A two-year study involving five independent research laboratories in the United States, Canada and the Netherlands has found up to 232 toxic chemicals in the umbilical cord blood of 10 babies from racial and ethnic minority groups. The findings constitute hard evidence that each child was exposed to a host of dangerous substances while still in its mother’s womb.
Government, academic and independent biomonitoring studies, including those by EWG, have detected up to 358 industrial chemicals, pesticides and pollutants in the cord blood of American infants. Exploring the so-called “additive” effects of possible carcinogens, hormone disrupters and neurotoxins is a new and urgent priority for environmental health scientists. EWG supports this very important work.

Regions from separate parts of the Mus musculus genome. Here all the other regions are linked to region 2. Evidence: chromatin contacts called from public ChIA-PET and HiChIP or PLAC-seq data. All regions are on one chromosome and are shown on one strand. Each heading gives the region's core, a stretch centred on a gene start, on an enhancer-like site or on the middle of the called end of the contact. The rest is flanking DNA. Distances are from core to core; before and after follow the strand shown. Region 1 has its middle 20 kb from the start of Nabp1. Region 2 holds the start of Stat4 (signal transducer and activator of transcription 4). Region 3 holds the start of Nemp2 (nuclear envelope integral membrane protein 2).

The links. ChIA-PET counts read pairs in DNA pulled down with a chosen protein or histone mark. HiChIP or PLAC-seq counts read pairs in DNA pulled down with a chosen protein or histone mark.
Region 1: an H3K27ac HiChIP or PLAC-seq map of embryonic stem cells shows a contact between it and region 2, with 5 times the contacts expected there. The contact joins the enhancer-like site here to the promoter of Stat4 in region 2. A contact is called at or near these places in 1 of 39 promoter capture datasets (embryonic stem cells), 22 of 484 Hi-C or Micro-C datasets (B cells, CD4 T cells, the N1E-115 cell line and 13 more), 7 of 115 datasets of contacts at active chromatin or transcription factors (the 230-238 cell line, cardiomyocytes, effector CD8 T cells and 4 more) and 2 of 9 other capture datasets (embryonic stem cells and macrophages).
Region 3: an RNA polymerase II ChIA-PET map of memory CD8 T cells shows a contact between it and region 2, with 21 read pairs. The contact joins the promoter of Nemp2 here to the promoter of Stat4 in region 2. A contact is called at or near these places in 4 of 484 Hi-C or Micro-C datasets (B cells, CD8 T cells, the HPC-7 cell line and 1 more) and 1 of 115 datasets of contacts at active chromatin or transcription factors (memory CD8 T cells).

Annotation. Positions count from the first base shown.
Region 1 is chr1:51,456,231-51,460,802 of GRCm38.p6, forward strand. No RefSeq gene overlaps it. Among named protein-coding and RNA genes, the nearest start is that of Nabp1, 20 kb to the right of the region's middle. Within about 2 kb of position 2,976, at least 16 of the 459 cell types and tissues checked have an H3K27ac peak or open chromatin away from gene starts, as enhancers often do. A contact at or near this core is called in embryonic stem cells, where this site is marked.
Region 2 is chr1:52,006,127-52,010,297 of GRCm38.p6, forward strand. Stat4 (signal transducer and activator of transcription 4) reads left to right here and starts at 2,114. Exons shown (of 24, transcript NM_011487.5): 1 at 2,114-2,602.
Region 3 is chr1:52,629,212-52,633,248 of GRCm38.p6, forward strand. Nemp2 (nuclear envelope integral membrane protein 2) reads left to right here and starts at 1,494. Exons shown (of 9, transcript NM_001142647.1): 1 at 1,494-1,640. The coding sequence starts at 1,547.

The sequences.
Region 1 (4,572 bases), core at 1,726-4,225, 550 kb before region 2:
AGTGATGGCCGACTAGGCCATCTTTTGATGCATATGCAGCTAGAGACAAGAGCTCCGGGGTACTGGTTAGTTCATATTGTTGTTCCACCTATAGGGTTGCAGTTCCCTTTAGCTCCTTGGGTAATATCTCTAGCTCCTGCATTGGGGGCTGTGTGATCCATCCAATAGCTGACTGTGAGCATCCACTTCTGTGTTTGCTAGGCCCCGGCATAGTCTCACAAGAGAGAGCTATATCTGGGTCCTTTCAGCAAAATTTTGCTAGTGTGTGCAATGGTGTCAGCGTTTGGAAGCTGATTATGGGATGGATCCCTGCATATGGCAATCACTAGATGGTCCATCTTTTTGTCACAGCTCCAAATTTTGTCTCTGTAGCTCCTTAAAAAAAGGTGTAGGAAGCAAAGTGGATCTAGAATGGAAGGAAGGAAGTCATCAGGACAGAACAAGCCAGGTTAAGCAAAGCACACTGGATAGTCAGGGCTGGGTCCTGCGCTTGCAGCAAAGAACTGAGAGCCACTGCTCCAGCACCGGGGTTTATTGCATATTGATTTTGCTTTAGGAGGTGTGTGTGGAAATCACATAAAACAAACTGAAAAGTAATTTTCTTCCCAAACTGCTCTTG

But as this science moves forward, we need to act now to reduce exposures that present the greatest health threats based on what we know today, even as scientists struggle to understand how the cocktail of chemicals in the womb could harm current and future generations.
Many of the up to 232 compounds detected in this study have been the target of regulatory action and government controls. As a rule, however, these actions came far too late, well after the environment and the human race were polluted to a degree that has raised serious health concerns. Our failure to act quickly has ensured that these chemicals will continue to pollute future generations for decades, even centuries to come.
EWG Minority Cord Blood Report Executive Summary | Environmental Working Group